is likely the main component in the development of renal failure after rabdhomyolisis; Increasing evidences support free radical mediated renal injury.

C)Cast formation and tubular obstruction:
It is a consequence of  increased plasma levels of Free Myoglobin (greater than 0,5-1,5 mg/dl). Free Myoglobin is filtered by the kidney but not reabsorbed, giving tea-coloured urines (Myoglobinuria).
High concentrations of Myoglobin in the renal tubules and acidic urine induce Myoglobin casts formation and tubular obstruction.


 ·      History:
          Patients in whom there is a history of being  entrapped for a
          prolonged period of time.

·      Physical findings:
          Interested extremities may appear swollen, cool and tense.
          Patient may have severe pain out of proportion.
         Anaesthesia and paralysis of extremities maybe present.

·      Laboratory:
          -CK usually> 100,000 IU/mL
          -“Iced tea” colour Urine.

Treatment There are two main schools: Those who advocate  that an early fluid resuscitation is the only useful therapy; and those who argue that fluid resuscitation must be accompanied by induction of solute diuresis and urine alkalinization.

N°1)Many authors and studies have shown that an early and large crystalloid infusion is alone sufficient to produce a good solute dyuresis  and to mantain alkalotic urine.


-Before and during extrication:
A)Establish large bore IV access in a free arm or leg vein.
B)Obviously avoid Potassium and Lactate containing IV solutions.
C)At least 1 L prior to extrication and up to 1 L/h (short extrication time) to a maximum of 6-10 L/d in prolonged entrapments.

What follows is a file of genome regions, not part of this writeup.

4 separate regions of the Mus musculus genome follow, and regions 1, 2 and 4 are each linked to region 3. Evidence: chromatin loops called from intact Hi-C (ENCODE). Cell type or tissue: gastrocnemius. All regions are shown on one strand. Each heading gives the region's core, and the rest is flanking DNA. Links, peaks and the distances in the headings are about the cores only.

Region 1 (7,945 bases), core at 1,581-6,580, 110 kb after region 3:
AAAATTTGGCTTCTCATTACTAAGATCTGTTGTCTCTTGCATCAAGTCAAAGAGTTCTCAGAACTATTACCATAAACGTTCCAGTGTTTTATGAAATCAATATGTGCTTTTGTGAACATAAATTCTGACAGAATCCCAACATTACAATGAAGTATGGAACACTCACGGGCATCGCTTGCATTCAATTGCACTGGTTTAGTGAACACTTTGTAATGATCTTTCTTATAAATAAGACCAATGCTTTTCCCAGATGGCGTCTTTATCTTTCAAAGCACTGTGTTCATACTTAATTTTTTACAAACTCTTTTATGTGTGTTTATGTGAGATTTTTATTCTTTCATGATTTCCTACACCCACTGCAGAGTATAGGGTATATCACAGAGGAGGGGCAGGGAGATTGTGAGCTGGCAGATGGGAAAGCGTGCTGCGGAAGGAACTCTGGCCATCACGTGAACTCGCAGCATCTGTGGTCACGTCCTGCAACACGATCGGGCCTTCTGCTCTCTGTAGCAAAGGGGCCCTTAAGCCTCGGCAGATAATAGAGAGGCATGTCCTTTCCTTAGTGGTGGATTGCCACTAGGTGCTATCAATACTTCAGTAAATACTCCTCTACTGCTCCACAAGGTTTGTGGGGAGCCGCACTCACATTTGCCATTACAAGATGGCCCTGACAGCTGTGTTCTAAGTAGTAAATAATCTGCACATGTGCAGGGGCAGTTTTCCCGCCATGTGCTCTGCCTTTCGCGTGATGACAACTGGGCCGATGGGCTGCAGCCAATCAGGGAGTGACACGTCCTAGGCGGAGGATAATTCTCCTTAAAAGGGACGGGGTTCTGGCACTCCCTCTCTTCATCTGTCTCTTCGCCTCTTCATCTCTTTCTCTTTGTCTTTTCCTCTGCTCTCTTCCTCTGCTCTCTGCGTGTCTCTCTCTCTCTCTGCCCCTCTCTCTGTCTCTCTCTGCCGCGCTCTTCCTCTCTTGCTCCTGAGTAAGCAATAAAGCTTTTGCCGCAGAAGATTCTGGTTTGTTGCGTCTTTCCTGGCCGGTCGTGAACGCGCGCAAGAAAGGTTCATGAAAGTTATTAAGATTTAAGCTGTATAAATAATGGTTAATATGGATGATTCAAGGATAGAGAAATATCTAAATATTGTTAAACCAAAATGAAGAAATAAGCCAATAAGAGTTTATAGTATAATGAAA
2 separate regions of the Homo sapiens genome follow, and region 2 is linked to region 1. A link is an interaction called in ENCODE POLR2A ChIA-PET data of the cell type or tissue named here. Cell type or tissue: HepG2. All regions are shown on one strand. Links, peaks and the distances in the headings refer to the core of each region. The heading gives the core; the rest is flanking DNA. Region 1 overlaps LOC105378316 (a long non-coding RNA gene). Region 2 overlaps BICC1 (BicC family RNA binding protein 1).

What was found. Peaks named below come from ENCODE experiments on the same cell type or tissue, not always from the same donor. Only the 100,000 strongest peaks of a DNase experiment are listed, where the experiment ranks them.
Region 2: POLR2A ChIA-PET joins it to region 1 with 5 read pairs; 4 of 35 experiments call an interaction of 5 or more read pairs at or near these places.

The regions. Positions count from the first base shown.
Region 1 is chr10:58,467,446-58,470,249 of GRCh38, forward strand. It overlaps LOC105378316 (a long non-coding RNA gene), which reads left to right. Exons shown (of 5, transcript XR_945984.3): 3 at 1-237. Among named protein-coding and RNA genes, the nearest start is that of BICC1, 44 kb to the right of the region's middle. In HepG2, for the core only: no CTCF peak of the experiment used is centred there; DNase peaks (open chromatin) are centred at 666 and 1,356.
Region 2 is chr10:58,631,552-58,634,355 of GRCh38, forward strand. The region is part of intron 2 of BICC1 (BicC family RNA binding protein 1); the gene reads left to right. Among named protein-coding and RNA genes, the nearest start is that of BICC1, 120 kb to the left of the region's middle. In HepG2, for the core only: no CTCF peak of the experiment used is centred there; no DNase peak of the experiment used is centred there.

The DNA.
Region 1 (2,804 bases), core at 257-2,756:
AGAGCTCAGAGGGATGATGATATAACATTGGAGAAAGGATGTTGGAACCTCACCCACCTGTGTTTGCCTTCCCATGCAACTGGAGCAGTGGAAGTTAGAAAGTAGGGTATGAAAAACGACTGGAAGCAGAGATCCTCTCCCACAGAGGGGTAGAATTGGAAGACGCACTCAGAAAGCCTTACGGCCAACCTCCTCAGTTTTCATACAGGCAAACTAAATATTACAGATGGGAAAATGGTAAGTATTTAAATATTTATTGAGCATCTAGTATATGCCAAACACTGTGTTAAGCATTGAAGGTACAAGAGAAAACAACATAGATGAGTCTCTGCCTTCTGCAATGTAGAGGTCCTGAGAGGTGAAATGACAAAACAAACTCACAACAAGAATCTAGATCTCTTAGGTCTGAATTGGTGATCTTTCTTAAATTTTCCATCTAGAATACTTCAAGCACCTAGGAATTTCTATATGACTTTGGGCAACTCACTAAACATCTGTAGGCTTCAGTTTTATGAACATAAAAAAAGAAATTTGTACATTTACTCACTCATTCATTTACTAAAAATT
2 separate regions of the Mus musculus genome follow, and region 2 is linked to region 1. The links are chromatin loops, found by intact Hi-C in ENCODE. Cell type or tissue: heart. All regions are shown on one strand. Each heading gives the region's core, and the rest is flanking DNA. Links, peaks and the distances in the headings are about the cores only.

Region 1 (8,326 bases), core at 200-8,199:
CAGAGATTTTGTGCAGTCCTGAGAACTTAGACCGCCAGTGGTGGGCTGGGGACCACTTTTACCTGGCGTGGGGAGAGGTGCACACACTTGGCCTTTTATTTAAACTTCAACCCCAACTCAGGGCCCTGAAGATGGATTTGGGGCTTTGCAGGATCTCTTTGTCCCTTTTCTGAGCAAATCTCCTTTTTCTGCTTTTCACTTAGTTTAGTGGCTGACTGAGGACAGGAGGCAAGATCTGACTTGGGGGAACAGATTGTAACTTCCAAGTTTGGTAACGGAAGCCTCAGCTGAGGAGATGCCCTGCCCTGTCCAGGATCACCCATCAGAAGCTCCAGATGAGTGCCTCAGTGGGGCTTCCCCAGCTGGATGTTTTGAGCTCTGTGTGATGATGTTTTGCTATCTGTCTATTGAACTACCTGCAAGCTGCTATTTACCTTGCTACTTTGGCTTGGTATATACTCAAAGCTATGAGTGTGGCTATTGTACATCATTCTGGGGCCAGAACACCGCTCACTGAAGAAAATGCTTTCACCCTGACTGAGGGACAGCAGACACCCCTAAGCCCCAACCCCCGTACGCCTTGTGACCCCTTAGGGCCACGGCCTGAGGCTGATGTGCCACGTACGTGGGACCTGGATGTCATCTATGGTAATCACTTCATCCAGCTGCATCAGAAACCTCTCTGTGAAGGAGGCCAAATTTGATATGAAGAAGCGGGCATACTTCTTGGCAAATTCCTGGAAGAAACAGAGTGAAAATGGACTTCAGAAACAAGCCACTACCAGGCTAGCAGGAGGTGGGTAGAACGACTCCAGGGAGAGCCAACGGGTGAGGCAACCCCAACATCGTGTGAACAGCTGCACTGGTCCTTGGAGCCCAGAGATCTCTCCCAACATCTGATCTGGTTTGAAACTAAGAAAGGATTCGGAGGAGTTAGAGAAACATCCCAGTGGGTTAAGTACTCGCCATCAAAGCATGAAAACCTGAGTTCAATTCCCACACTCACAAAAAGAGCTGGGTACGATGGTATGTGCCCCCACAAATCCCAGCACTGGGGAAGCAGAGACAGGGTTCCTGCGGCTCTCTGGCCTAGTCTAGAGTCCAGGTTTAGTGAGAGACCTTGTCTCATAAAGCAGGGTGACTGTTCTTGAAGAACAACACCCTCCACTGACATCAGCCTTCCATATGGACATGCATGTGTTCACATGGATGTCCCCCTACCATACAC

-Hospital care:
IV crystalloids aiming to establish and mantain urine output between 100-300 cc/h until pigments have cleared from the urine.

And THIS is it!!!

N°2)Experimental studies have shown that induction of solute dyuresis with Mannitol and urine alkalinization with Bycarbonate added to fluid resuscitation can contribute in prevention of ARF:

-Before and during extrication:Same as in N°1:
1)Establish large bore IV access in a free arm or leg vein.
2)Obviously avoid Potassium and Lactate containing IV solutions.
3)At least 1 L prior to extrication and up to 1 L/h (short extrication time) to a maximum of 6-10 L/d in prolonged entrapments.

-Hospital care:
1)IV crystalloids aiming to establish and mantain urine output between 100-300 cc/h until pigments have cleared from the urine.
2)Add Sodium bicarbonate to the IV fluid (1 amp/L D5W) to alkalinize the urine above a pH of 6.5.
If unable to monitor urine pH, put 1 amp in every other IV liter.
3)Administer Mannitol, 20% solution 1-2 g/Kg over 4 hours (up to 200 g/d) in addition to IV fluids.

In my personal point of view I’d choose school N°1:
on one hand I don’t like to push amps of Bicarbonate, on the other hand there are few evidences in favor of Mannitol use. Furthermore as I said above studies showed that crystalloids infusion started early is sufficient to produce good solute dyuresis and to mantain alkalotic urine.

Despite adeguate resuscitation and prophylaxis against Myoglobinuric renal injury, up to one third of patients develop ARF.
Therapy is continuous HEMODIALYSIS.

When compartment syndrome is suspected based on mechanism of injury and clinical findings, muscle compartment pressure should be measured. Apart of specific devices, any electronic arterial pressure monitoring device can be adopted to perform compartment pressure measurements:
Normal: 0-15 mmHg
Muscle Ischemia: >30 mmHg

Therapy is Surgical fasciotomy.

Experimental studies have found that irreversible muscle and nerve damage occur after 6-8 h of total ischemia.

....That's all for today.....I hope this will be useful to always have a good day on the Edge!!!!